Using A Lawn Care Service

Get the most out of your lawn care service

You want a healthy, green lawn, but you just don’t have the time to take care of it yourself. So you hire a lawncare service. But now you’re worried about how much fertilizer they apply. And was that pesticide application really necessary? You know that chemical lawncare applications are a huge contributor to water pollution and you wonder if it’s safe for your kids to run around barefoot in the backyard.

There is good news. You can hire a lawncare service and protect your home environment, too.

First of all, you need to know what your goals for your lawn are. Do you want a pristine green like a golf course? Or are you okay with hand-digging a weed here and there? Are you concerned about contamination from excess chemical applications? Communicate your goals with the lawn care service and ask them to tailor a lawncare program to meet your needs. You are the customer; you can choose the services you wish for your lawn.

Secondly, ask questions about specific practices of the service. As lawncare professionals they should adhere to certain best management practices widely known to produce the best results in home lawns while reducing environmental risks. For example:

  • Do they test the soil before deciding how often to fertilize and which nutrients to apply?
  • Do they use a slow-release nitrogen fertilizer when appropriate to reduce the amount lost to
    leaching?
  • Are they careful to use no-phosphorous fertilizers when working on property near lakes and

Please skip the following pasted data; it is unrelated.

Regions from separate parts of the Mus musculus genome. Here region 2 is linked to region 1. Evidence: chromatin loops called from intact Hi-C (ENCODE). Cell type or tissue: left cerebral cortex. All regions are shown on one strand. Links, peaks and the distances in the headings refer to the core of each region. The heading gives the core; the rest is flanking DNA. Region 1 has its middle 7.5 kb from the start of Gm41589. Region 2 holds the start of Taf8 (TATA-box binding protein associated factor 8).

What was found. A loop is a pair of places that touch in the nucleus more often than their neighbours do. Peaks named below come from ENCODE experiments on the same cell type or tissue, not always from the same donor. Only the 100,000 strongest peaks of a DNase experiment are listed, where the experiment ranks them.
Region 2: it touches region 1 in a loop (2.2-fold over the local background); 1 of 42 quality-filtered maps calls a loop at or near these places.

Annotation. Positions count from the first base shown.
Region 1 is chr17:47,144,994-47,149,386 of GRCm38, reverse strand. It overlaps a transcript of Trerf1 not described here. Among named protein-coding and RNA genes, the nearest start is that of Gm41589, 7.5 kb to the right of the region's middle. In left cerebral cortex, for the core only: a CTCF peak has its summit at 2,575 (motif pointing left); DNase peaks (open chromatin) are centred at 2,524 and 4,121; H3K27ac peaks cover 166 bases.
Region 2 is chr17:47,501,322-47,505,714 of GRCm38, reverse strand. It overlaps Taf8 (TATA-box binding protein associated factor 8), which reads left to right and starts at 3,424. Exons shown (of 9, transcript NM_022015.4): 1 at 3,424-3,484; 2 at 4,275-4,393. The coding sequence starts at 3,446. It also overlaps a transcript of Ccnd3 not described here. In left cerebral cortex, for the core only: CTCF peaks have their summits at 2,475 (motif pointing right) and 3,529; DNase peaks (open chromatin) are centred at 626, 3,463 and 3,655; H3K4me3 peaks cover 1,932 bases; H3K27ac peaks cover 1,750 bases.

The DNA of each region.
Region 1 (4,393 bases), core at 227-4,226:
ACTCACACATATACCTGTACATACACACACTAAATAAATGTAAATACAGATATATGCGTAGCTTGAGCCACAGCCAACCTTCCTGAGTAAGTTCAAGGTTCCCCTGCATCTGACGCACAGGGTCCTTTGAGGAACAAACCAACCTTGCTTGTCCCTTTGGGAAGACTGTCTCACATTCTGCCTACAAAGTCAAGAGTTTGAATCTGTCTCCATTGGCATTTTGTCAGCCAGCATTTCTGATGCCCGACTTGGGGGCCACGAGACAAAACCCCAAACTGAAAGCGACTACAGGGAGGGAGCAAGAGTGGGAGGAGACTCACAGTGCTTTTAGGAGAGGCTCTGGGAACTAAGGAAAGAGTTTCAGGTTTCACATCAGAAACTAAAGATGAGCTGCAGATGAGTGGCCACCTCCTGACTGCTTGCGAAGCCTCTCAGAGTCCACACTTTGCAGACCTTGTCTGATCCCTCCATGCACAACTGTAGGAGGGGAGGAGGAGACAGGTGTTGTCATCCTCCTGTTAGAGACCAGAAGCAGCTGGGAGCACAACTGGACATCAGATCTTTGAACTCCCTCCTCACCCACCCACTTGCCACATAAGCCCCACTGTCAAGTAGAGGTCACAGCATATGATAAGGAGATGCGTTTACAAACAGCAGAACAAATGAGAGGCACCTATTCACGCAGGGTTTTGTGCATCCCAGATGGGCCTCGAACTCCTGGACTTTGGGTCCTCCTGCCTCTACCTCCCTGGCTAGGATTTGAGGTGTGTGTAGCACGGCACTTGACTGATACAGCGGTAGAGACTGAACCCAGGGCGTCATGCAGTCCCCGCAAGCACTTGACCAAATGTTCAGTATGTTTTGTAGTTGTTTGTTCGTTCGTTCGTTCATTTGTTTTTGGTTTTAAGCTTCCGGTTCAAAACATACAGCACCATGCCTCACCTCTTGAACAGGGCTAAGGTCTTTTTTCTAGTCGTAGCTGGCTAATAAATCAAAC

streams?
  • Do they fertilize only when the grass is actively growing (not before May or during late summer
    when grass is dormant)?
  • Do they sweep up fertilizer granules from the sidewalk and driveways?
  • Do they spot-treat for weeds rather than widely broadcasting an herbicide where it may not be
    needed?
  • Will they mow the grass high (2.5-3 inches) to naturally shade out weeds and allow for stronger
    root growth of the grass?
  • Will they return grass clippings to the lawn to reduce the need for chemical fertilizers by up to
    25%?

Finally, when you decide on a lawncare service, carefully read the service agreement before signing. Make sure you understand the schedule and frequency of services, all fees, and disclosures about which products will be used on your lawn. If you have questions about the health effects of specific chemicals, call the National Pesticide Information Center at 1-800-858-7378 or log on to http://ace.orst.edu/info/nptn.

SOURCE: Erin Charles, Muskegon Conservation District
For more information, or a free consultation about the environmental effects of your current lawn care practices, contact the Muskegon Conservation District at 231-773-0008.

Homeowners tend an estimated 40 million acres of turf (Environmental Science and Technology, 2005).

If classified as a crop, lawns would rank as the fifth largest in the country on the basis of area after corn, soybeans, wheat, and hay (USDA, 1992).

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